April 11th, 2016
Blog post by Michael Ridderbusch, Associate Curator, WVRHC.
Two centuries ago in western Virginia, if you were a settler, your way of life would be very different when compared to the standards of today. That is definitely the impression one receives when browsing lists of personal property in the Harrison County Court records, as we have recently in the course of our work at the History Center. Such an impression is, of course, not unexpected for an encounter with records two hundred years old.
In addition to discovering unfamiliar words for items that are obsolete or no longer in general use, one also discovers evidence for a DIY or do it yourself culture, again as one would expect from a recently settled region, as western Virginia was at that time. For this blog, the second installment on this topic, we can only briefly touch on these matters.
For one thing, many citizens were making their own linen cloth from flax for clothes and other purposes. In addition to the spinning wheels and looms that appear in the appraisals, thus providing obvious evidence for this activity, there are also names for tools, unfamiliar to most contemporary Americans, that are also a part of the laborious linen making process, including “flax break” and “flax hackle.”
“Flax break” in the appraisal list for William Hall, 1829.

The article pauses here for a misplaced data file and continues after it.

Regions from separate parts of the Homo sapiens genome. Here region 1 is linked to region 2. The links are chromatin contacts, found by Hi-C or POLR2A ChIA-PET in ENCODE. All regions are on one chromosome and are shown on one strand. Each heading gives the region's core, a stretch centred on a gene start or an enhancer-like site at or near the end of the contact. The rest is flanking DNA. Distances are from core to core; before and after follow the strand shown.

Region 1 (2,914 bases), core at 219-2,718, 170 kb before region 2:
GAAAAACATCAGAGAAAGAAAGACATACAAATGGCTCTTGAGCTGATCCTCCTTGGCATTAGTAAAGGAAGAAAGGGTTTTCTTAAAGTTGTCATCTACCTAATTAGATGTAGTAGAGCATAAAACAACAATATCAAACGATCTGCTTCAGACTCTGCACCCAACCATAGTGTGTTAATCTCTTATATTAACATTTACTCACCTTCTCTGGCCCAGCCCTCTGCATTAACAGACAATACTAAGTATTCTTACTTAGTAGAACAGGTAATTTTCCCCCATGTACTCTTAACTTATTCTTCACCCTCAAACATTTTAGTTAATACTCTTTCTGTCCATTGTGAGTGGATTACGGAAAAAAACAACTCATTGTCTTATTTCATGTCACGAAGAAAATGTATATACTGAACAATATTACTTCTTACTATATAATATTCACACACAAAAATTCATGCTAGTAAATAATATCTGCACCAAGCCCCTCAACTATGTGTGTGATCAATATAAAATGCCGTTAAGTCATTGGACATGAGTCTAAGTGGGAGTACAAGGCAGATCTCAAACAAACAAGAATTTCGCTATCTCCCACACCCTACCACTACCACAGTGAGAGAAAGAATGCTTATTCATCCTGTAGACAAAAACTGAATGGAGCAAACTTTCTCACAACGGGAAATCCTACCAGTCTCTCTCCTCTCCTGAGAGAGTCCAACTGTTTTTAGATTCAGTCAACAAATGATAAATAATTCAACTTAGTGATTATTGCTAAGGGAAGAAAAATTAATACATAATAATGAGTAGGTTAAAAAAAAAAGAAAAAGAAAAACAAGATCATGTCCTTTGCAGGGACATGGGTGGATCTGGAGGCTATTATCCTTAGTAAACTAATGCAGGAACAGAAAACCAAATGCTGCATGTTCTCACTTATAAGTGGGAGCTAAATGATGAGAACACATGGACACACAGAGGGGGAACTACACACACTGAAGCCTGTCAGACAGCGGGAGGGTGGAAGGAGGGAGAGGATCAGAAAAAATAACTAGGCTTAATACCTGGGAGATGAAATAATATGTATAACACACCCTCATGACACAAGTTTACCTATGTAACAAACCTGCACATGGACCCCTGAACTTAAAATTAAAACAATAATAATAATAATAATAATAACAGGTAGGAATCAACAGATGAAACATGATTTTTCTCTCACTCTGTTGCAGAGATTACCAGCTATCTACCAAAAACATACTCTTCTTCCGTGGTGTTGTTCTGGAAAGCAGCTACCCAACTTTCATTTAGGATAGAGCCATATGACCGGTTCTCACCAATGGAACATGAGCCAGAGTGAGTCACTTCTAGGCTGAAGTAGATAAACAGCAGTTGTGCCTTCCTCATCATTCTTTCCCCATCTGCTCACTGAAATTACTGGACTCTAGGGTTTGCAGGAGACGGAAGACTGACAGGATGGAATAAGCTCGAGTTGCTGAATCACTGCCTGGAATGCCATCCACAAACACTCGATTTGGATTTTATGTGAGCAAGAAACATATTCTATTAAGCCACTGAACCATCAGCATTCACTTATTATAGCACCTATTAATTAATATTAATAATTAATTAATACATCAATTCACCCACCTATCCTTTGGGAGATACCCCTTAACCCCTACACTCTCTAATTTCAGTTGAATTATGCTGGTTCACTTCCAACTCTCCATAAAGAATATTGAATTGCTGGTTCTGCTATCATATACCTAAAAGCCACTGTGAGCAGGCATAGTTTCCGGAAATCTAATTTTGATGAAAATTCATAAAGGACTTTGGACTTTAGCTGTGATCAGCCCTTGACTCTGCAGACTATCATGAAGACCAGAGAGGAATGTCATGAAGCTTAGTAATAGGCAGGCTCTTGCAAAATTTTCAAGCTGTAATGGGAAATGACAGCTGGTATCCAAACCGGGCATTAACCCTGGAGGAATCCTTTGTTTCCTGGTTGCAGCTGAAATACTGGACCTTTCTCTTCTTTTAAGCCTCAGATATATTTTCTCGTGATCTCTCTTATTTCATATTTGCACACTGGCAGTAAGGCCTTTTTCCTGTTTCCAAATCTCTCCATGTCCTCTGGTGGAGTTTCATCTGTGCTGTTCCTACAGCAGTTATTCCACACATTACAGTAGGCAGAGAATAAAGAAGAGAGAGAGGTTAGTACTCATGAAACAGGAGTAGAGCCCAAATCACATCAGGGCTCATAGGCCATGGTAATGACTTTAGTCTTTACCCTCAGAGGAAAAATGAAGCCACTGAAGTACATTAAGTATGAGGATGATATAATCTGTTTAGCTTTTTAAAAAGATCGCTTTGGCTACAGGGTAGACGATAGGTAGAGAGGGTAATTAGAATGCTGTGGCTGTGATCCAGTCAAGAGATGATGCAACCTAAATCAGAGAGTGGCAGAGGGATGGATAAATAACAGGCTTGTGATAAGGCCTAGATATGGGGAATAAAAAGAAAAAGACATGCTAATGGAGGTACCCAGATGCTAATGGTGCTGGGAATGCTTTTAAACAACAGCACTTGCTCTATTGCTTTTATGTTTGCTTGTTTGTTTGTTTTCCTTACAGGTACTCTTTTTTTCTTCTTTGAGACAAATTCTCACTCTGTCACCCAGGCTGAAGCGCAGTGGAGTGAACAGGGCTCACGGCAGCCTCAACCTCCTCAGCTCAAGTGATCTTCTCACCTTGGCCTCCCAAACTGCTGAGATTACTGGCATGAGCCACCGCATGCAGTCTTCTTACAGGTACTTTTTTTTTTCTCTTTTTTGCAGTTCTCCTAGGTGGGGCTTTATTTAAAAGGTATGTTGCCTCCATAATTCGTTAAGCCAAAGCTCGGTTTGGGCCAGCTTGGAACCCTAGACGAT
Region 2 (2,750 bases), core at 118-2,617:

A flax break is a tool for smashing the woody core of flax stalks into tiny pieces.
“Hackle” in the appraisal list for Richard Bond, 1820.
A flax hackle is like a comb for separating flax strands.
For a short video of this technology in action, you could view:
Making Linen from Flax.
Another unfamiliar word that appears in the appraisals is “stilliard.” This word is an alternative form of the word “steelyard,” which denotes a portable scale.
“Stilliards” in the property inventory for John Bonnell, 1823.
A steelyard is a portable scale.
Steelyards were apparently a necessary device to conduct business. Their accuracy was called into question by George Washington, in pre-revolutionary days, when discussing wheat sales in a letter to Alexandria merchants on 9 March 1765: “The wheat from some of my plantations, by one pair of steelyards, will weigh upwards of sixty pounds, by another pair less than sixty pounds; and from some other places it does not weigh fifty-eight pounds.”
Researching this old technology can make one appreciative of modern conveniences. It’s an enlightening encounter, facilitated by the understanding gained through juxtaposing historical fact with contemporary experience.
For Part 1 of this series, see
Images of the flax break and flax hackle are from the Richters Herbs website.
The image of the steelyard is from the Clip Art website.